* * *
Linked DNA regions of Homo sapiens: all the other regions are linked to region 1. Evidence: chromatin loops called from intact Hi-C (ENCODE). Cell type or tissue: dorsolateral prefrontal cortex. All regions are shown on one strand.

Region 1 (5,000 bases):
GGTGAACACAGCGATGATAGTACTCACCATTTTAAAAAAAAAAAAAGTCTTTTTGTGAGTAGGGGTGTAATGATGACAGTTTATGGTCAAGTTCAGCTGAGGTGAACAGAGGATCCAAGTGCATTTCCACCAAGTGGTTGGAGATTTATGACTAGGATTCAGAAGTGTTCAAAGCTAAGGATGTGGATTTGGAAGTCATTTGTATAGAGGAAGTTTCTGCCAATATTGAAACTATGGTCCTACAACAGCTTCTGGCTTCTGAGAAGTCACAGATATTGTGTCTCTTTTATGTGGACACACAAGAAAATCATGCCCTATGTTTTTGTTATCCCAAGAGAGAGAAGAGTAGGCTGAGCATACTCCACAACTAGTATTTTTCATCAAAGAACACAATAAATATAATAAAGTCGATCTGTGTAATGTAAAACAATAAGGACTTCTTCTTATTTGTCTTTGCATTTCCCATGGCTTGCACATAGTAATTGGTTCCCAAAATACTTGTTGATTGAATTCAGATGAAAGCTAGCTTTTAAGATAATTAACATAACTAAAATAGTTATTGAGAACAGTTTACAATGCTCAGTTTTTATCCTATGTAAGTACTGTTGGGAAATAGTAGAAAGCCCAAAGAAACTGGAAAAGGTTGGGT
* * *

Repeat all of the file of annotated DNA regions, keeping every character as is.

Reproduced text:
Linked DNA regions of Homo sapiens: all the other regions are linked to region 1. Evidence: chromatin loops called from intact Hi-C (ENCODE). Cell type or tissue: dorsolateral prefrontal cortex. All regions are shown on one strand.

Region 1 (5,000 bases):
GGTGAACACAGCGATGATAGTACTCACCATTTTAAAAAAAAAAAAAGTCTTTTTGTGAGTAGGGGTGTAATGATGACAGTTTATGGTCAAGTTCAGCTGAGGTGAACAGAGGATCCAAGTGCATTTCCACCAAGTGGTTGGAGATTTATGACTAGGATTCAGAAGTGTTCAAAGCTAAGGATGTGGATTTGGAAGTCATTTGTATAGAGGAAGTTTCTGCCAATATTGAAACTATGGTCCTACAACAGCTTCTGGCTTCTGAGAAGTCACAGATATTGTGTCTCTTTTATGTGGACACACAAGAAAATCATGCCCTATGTTTTTGTTATCCCAAGAGAGAGAAGAGTAGGCTGAGCATACTCCACAACTAGTATTTTTCATCAAAGAACACAATAAATATAATAAAGTCGATCTGTGTAATGTAAAACAATAAGGACTTCTTCTTATTTGTCTTTGCATTTCCCATGGCTTGCACATAGTAATTGGTTCCCAAAATACTTGTTGATTGAATTCAGATGAAAGCTAGCTTTTAAGATAATTAACATAACTAAAATAGTTATTGAGAACAGTTTACAATGCTCAGTTTTTATCCTATGTAAGTACTGTTGGGAAATAGTAGAAAGCCCAAAGAAACTGGAAAAGGTTGGGT